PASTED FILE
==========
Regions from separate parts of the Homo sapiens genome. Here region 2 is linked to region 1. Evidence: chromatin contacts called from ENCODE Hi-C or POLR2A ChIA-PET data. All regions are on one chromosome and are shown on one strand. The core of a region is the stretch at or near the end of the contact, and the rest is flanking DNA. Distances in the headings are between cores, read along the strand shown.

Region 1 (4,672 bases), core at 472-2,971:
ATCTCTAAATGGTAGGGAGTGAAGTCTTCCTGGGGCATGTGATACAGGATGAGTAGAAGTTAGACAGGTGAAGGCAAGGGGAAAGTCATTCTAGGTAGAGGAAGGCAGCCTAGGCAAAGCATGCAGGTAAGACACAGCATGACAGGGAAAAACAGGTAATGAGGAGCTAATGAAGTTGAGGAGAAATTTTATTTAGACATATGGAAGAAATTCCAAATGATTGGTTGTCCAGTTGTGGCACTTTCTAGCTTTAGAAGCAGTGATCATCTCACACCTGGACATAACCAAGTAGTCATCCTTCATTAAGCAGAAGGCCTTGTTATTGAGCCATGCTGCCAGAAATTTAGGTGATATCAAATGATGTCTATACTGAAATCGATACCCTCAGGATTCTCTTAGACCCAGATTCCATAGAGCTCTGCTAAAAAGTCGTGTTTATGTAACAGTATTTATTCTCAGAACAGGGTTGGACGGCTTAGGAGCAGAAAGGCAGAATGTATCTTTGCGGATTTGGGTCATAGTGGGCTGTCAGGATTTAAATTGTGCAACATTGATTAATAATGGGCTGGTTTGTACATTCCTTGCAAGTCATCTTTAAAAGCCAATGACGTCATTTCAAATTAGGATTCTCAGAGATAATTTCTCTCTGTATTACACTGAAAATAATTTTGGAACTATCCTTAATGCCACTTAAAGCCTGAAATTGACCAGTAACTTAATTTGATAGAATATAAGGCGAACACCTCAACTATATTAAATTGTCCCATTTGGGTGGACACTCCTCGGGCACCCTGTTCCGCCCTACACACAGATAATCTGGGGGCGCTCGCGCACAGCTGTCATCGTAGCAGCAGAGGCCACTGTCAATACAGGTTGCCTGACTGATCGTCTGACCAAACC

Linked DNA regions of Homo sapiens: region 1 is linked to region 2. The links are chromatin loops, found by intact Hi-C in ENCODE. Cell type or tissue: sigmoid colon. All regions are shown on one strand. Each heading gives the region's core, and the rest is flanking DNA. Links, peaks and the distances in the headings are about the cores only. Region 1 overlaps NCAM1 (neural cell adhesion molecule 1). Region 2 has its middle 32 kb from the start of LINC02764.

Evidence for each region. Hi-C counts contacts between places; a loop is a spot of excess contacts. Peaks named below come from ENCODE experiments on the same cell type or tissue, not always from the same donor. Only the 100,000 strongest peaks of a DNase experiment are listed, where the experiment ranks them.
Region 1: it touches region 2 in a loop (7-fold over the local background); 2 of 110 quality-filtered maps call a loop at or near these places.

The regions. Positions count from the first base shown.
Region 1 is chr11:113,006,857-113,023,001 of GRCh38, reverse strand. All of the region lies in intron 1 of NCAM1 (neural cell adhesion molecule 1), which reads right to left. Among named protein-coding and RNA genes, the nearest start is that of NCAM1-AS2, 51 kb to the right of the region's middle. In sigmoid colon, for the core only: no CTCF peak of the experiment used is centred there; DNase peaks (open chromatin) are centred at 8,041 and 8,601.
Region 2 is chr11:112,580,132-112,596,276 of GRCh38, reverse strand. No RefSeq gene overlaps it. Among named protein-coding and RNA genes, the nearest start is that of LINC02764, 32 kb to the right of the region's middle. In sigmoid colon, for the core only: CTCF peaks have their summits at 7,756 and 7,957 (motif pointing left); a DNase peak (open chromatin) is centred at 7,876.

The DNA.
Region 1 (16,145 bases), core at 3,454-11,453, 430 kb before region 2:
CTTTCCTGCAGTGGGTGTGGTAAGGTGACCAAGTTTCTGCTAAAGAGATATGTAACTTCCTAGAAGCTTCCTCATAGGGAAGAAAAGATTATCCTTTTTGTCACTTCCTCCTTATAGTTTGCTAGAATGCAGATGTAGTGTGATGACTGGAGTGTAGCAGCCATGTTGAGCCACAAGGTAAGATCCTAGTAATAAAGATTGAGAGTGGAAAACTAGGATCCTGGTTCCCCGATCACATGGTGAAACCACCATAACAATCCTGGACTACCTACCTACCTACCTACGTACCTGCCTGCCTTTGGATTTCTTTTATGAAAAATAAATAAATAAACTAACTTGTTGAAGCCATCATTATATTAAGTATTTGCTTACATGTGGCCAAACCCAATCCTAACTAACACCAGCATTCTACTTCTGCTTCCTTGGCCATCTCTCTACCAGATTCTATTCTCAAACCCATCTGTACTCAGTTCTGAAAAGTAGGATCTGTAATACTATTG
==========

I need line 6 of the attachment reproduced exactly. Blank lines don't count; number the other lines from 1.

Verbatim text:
Region 1: it touches region 2 in a loop (7-fold over the local background); 2 of 110 quality-filtered maps call a loop at or near these places.